Routes to Drive from Los Angeles to San Francisco
The ways to drive between Los Angeles and San Francisco are almost endless, but these are the most common:
Daylight varies by season from 10 hours in December-January to 15 hours in June-July.
I-5 from Los Angeles to San Francisco
- Black route on the map
- 382 miles (city center to city center)
- Takes about 6 hours, using I-5 for most of the trip
- The fastest way to get there, but b-o-r-i-n-g.
- If you just want to get there fast, use the Guide to Driving on I-5.
US Hwy 101 from Los Angeles to San Francisco
- Purple route on the map
- 430 miles and follows the coast part way
- Takes about 1.5 hours longer than I-5
- More scenic and less stressful (fewer big trucks, less traffic)
- My readers choose it least often, but unless I'm in a hurry, I'll take it every time
- Read the mile-by-mile guide to what to see and do along Highway 101, starting in Los Angeles or starting in San Francisco
CA Hwy 1 from Los Angeles to San Francisco
- Blue route that hugs the cost on the map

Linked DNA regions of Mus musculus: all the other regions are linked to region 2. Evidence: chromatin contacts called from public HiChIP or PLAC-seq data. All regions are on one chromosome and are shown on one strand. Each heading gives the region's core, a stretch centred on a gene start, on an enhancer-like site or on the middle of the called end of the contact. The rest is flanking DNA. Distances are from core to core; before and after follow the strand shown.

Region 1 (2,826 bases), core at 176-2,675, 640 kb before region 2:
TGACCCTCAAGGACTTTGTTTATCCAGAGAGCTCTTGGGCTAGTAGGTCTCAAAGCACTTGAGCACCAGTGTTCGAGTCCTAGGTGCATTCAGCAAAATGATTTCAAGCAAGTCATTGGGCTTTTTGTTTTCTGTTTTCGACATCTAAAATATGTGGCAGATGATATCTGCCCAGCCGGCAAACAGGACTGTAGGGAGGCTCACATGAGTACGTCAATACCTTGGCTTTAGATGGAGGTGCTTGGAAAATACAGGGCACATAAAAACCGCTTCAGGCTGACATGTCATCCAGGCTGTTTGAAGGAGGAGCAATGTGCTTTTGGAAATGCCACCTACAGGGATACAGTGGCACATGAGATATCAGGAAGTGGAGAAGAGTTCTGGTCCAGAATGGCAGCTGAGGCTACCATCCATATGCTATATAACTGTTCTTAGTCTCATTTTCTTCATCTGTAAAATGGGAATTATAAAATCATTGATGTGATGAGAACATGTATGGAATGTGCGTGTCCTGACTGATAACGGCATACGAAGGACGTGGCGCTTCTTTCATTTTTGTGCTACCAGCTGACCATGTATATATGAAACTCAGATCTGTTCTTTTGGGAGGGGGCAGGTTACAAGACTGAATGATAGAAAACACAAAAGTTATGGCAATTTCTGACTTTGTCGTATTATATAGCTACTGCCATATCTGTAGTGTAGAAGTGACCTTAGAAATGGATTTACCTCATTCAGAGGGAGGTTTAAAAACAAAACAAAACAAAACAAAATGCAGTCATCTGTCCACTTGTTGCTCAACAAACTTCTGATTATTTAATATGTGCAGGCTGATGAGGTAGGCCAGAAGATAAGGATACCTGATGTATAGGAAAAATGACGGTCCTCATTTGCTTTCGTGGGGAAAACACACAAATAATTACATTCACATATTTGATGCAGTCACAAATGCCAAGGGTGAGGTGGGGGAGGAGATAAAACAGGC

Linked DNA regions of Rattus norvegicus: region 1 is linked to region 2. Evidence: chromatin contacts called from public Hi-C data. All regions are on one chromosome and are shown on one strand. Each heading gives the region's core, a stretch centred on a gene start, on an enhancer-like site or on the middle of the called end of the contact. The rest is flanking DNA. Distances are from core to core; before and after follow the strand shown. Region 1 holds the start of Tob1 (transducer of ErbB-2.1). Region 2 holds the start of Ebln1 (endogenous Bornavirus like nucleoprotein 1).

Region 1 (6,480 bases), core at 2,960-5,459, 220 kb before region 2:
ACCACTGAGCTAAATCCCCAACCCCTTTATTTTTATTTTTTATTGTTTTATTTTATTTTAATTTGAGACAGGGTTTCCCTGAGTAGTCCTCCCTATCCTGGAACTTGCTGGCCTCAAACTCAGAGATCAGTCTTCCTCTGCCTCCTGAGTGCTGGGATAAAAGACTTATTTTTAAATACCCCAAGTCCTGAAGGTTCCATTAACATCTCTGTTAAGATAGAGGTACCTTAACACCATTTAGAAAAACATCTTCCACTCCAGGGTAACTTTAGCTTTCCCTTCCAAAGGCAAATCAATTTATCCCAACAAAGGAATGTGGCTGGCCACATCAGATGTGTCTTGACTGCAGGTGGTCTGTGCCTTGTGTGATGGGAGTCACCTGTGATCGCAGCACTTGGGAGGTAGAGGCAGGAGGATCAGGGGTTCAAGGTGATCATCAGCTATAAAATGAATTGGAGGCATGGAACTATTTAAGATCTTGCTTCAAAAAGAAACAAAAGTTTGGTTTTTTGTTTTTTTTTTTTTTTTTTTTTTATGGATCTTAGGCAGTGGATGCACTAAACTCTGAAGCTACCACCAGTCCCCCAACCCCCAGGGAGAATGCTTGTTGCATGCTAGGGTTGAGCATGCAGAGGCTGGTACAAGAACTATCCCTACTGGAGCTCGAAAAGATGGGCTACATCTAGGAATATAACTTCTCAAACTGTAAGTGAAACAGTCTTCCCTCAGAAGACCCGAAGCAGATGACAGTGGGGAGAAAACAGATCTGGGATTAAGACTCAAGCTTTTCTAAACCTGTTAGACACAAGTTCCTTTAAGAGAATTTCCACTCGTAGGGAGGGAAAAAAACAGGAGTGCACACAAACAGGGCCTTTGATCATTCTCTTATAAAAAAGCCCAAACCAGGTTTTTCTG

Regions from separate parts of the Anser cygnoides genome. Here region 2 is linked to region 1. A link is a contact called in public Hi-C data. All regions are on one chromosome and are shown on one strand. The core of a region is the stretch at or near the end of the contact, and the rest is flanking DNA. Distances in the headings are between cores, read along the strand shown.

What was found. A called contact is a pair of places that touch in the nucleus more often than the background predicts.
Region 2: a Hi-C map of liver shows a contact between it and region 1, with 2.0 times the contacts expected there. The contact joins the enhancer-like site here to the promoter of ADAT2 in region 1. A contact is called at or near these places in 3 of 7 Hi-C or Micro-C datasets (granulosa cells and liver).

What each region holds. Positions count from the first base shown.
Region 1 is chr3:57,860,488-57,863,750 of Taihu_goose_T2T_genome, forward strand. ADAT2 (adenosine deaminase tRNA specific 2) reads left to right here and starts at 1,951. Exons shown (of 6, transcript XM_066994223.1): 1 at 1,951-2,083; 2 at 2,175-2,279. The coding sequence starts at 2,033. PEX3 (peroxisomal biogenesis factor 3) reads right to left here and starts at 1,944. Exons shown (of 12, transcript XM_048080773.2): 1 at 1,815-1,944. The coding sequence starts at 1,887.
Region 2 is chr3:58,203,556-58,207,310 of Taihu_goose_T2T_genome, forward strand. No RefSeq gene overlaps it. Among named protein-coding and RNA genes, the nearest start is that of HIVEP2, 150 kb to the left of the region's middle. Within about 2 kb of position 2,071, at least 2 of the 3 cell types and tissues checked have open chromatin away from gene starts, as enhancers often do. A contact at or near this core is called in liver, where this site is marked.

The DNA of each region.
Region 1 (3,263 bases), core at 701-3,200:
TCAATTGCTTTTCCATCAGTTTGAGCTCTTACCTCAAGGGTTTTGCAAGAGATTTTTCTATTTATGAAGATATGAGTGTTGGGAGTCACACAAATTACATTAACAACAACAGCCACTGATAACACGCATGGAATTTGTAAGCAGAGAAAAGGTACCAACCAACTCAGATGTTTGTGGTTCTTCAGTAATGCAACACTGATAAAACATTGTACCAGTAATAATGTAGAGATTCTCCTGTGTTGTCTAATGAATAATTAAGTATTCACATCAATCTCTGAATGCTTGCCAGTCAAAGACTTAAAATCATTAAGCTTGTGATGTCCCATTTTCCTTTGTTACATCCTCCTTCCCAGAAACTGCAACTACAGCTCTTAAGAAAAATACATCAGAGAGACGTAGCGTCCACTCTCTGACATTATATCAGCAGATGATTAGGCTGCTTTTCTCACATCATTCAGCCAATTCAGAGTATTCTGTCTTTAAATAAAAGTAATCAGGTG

- Only a few miles longer than US Hwy 101, but taking 9 to 10 hours of driving, some of it on two-lane, winding roads
- Taking the coastal route is possible in a 9 to 10 hour day, if you don't stop much
- Even though it's long, it's the one that our readers choose most often
- If you want to try it, see the Guide to Driving from Los Angeles to San Francisco on Hwy 1
The Scenic Back Way from Los Angeles to San Francisco
- Green route on the map
- The most beautiful and interesting way to make the trip
- Takes 2 full days minimum
- A good option if you want to visit Yosemite on your trip, but only in summer when Tioga Pass is open
Leave Los Angeles on I-405 north to CA Hwy 14, then connect to US Hwy 395 north. Follow it up the eastern side of the Sierras to Lee Vining and Mono Lake. When Tioga Pass is open, cross Yosemite National Park and head west to San Francisco. If Tioga Pass is closed, going north to Lake Tahoe and then to San Francisco on I-80 is an alternative.